Notice the difference...
...between what you said and "illegal ownership of guns".
The total murder rate being far lower in places without guns doesn't count in that "equation".
Once again, doing math is not the same as getting meaningful answers. Too many nerds here for you to bullshit with your party tricks.
I've survived living in Chicago and then Boston for the past 20 years of my life without a gun. I must be a superhero... not. Go fck yourself, gun fetishist.
...rade 4 math class, apparently
yet criminals in Mass go free until they kill
Tell the mom's that marched this past weekend they're the safest in the nation.
They know that Massachusetts ranks 19th in lowest murder rate by firearm.
Only when you rig the stats combining firearm murder, accidents and suicides does Mass rank lowest. Only people aren't killing themselves in Boston or injuring themselves--they're shooting each other.
If you include the things you want and don't include the things you don't want, the numbers look exactly the way you want. In what universe are people who shoot themselves with a gun not part of a "gun death rate"?
agree, be transparent with stats
>If you include the things you want and don't include the things you don't want, the numbers look exactly the way you want.
I agree completely, which is why I suggest NOT lumping together suicide, accident and crime statistics. It's far more logical and easier to understand if you compare each separately state by state.
Mass has a very real problem with GUN CRIME, particularly murder in cities like Boston. To claim everything if glorious because of low suicides and accidents is grossly misleading.
Moreover, when you look at the history of those committing murder, the vast majority have a long criminal history--so gun laws working? I don't think so!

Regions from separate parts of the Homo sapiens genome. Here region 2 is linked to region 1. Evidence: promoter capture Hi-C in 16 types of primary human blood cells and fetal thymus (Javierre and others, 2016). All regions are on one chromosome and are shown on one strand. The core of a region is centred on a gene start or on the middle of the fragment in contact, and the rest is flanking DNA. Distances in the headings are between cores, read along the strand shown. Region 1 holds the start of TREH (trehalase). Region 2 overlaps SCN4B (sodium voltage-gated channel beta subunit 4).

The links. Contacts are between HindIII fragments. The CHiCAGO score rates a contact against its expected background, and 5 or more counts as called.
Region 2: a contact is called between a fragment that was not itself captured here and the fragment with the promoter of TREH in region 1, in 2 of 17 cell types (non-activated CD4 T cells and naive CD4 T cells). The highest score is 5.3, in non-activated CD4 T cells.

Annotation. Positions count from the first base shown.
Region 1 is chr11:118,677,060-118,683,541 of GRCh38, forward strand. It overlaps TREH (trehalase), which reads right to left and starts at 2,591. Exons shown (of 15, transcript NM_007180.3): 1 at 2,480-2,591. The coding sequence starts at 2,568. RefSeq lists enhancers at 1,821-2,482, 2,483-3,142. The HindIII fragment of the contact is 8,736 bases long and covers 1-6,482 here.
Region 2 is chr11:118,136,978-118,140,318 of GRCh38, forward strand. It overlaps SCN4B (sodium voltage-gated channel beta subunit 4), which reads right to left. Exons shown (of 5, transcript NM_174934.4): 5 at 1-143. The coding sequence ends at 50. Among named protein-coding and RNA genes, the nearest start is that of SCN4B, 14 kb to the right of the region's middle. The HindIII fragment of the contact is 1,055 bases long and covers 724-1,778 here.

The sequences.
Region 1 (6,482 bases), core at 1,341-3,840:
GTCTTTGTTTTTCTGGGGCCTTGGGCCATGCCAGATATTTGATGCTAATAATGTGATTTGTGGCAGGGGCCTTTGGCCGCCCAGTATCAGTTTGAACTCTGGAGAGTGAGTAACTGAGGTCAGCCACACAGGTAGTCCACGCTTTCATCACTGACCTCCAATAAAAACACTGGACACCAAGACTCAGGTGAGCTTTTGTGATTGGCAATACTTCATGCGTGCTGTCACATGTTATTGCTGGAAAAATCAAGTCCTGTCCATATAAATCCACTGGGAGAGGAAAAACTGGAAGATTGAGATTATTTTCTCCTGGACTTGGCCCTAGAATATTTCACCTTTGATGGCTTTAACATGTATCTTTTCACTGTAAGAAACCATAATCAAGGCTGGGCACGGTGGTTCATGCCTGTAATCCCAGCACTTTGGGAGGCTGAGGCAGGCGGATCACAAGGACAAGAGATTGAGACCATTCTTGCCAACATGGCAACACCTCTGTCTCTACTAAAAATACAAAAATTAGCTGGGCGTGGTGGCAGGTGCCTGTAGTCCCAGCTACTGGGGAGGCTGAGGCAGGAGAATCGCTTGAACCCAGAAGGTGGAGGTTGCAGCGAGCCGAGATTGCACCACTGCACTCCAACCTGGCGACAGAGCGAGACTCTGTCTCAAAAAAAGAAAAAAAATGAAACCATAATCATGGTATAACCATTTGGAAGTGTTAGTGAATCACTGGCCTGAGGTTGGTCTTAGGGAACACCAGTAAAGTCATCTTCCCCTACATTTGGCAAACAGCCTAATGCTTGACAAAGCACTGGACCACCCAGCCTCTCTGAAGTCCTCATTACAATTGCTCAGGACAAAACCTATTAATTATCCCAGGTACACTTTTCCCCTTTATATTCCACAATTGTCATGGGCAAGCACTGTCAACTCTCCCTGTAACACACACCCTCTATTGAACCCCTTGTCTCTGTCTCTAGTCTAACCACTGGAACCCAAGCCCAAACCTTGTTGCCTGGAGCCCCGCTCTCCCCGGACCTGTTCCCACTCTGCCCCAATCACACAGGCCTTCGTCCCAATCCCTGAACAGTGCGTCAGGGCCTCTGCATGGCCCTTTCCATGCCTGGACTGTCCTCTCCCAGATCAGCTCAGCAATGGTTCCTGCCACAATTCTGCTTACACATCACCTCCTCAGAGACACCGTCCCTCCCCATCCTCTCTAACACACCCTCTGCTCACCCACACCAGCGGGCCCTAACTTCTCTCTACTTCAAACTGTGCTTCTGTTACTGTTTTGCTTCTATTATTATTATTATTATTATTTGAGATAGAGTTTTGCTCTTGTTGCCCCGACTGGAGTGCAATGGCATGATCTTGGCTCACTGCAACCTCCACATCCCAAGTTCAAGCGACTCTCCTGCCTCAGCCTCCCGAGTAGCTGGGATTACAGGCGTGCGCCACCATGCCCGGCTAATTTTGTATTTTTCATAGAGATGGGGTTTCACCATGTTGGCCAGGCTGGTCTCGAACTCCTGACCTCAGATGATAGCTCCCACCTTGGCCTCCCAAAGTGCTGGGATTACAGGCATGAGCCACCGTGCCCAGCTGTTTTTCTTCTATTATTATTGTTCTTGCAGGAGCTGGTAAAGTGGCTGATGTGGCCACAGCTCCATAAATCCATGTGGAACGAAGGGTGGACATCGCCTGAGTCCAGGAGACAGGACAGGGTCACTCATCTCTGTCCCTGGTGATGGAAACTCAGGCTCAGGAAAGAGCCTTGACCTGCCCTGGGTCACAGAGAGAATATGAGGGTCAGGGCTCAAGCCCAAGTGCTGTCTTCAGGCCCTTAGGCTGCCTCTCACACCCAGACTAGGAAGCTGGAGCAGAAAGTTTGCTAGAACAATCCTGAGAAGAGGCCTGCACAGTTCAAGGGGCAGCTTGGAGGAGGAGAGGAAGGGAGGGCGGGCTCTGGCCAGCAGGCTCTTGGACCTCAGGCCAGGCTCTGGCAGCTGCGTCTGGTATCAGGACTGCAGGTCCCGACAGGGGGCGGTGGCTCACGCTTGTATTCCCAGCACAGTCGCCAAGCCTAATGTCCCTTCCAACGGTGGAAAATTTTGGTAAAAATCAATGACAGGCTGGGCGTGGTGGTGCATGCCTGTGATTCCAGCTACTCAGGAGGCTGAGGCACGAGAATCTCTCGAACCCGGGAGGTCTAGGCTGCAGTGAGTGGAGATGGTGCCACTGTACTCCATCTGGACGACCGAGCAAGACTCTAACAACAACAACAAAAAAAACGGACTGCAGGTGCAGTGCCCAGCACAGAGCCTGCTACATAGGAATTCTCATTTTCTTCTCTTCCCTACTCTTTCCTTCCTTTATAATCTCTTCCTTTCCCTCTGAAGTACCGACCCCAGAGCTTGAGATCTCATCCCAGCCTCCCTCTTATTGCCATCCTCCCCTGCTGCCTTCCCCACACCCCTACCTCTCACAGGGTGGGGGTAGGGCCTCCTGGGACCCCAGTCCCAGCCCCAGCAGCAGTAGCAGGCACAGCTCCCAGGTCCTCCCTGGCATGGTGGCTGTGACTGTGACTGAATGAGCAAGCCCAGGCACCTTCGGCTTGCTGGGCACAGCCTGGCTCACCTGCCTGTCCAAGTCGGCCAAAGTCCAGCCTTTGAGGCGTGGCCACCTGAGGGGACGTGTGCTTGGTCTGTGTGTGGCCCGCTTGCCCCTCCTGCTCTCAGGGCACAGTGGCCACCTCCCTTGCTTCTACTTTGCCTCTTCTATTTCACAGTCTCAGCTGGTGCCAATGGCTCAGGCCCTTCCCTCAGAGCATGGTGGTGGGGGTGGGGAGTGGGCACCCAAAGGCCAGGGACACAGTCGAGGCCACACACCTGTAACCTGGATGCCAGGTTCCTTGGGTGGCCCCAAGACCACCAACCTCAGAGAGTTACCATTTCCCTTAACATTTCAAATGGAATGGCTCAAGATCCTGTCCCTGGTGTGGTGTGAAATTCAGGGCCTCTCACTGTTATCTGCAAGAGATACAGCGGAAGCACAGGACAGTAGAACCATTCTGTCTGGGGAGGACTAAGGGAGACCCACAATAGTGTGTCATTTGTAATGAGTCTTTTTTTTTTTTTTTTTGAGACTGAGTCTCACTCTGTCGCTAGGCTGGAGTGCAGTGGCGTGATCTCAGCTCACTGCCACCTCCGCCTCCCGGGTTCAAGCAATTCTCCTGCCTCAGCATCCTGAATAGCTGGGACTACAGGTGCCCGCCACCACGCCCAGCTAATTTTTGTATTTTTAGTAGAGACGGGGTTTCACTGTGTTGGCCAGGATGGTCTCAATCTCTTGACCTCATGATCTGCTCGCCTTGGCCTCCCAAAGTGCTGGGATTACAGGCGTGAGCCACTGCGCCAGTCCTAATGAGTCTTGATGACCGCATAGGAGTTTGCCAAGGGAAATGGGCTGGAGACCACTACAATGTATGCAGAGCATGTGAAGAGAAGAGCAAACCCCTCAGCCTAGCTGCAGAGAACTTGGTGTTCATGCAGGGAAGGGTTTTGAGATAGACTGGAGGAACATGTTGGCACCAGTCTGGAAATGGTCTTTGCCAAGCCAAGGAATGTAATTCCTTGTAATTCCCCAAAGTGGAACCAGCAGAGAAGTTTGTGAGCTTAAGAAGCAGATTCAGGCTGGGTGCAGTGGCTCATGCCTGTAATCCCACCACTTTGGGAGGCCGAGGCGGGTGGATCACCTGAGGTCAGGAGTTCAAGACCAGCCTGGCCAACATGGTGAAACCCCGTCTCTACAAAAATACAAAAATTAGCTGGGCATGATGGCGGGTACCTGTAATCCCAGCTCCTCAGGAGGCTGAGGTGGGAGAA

They should be lumped together
They are all the result of having GUNS around.
Suicide by gun happens because of ... GUNS being handy makes it easy!
Toddlers shoot each other and their parents because ... GUNS are handy!
People murder each other with GUNS because GUNS are handy!
Shall I go on?
>People murder each other with GUNS because GUNS are handy!
not true. VT and NH have higher gun ownership than Mass and far fewer gun murders.
Criminals murder people. Mass has more crime, lax enforcement and prosecution.
Would toddlers just stab people otherwise?
I mean, if there weren't guns lying around when parents aren't responsible with them, will the little ones just pick up knives instead?
I can see why you're confused
I can see why you're confused--you think someone that would give a baby access to a gun would only NOT do that if someone passed a law.
in reality, the majority of gun deaths in Mass are committed in the streets by criminals
Massachusetts has a problem of deaths by firearm
Far too many of our residents die due to firearms. Some shot by others, some shot intentionally by themselves, some fired accidentally.
We should work to reduce all three of the sub-categories.
Look, murder is a horrible thing, but since Kinopio was comparing gun death rates in Massachusetts and Texas, with those two numbers Massachusetts does not have a relative problem. Yes, his stats are conflated, meaning "five times" is a misleading claim, but the gun murder rate in Texas is still much higher than Massachusetts' rate.